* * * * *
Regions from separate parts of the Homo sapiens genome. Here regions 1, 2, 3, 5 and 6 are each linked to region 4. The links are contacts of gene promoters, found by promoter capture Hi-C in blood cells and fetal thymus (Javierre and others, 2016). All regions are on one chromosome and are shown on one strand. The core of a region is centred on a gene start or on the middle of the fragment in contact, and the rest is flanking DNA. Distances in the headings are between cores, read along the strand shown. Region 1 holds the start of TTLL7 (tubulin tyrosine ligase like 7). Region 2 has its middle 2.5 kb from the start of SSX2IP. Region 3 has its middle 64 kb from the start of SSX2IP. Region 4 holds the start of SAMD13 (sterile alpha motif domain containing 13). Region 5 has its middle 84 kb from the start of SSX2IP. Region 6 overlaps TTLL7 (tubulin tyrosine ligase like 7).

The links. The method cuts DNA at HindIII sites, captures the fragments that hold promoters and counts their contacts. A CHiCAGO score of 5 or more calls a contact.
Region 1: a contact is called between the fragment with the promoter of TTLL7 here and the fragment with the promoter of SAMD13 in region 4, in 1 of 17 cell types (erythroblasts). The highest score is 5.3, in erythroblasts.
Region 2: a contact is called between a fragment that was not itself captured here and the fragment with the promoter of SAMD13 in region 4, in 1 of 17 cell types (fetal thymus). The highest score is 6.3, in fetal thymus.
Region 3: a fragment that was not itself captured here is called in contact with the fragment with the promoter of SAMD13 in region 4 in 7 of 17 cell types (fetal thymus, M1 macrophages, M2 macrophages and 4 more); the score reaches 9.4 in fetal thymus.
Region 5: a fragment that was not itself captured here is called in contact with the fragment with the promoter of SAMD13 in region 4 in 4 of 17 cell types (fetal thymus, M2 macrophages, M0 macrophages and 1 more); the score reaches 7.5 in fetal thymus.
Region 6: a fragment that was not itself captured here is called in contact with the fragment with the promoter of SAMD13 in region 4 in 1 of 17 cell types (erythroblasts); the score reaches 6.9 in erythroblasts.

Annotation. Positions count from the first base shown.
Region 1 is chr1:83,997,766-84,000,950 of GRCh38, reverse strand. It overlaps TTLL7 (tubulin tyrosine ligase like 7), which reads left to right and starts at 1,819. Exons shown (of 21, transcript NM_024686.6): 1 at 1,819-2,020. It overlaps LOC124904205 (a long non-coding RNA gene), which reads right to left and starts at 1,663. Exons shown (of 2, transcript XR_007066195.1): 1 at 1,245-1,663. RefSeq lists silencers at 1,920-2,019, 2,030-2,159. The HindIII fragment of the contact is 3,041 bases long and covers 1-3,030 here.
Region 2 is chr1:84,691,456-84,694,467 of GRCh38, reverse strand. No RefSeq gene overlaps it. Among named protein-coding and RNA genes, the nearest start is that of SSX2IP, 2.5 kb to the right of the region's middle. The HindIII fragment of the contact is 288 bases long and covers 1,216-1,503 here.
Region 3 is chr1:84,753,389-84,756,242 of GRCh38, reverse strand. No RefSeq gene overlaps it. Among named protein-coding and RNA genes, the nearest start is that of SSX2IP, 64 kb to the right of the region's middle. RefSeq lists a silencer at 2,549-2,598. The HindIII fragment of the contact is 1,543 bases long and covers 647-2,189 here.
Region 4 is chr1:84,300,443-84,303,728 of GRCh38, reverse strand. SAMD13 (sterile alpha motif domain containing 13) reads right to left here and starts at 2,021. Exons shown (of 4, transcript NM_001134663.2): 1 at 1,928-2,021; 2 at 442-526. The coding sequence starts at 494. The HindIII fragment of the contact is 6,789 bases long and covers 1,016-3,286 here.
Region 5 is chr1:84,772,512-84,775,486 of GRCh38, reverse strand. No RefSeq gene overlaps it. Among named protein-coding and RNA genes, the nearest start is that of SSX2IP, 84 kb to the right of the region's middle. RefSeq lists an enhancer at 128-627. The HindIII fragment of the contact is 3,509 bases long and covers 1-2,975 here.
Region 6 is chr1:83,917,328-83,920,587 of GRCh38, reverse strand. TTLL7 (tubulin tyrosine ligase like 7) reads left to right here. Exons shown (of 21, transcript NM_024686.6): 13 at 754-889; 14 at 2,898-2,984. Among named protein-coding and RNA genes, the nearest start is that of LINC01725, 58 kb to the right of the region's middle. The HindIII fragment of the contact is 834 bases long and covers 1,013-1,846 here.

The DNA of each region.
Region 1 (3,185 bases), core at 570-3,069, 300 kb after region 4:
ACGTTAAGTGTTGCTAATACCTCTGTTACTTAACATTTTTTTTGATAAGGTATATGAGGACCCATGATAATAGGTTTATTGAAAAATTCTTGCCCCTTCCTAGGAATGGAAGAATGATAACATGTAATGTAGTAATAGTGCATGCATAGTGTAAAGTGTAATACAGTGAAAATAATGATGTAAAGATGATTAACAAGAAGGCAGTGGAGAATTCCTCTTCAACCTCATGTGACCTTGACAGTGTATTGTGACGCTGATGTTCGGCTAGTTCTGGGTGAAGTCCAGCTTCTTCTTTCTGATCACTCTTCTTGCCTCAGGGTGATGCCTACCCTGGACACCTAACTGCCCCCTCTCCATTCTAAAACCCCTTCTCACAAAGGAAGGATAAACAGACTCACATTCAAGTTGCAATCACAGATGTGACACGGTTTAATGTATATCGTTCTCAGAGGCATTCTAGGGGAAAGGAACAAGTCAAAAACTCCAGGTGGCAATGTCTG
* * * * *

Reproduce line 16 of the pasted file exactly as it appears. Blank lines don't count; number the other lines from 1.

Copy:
Region 1 (3,185 bases), core at 570-3,069, 300 kb after region 4: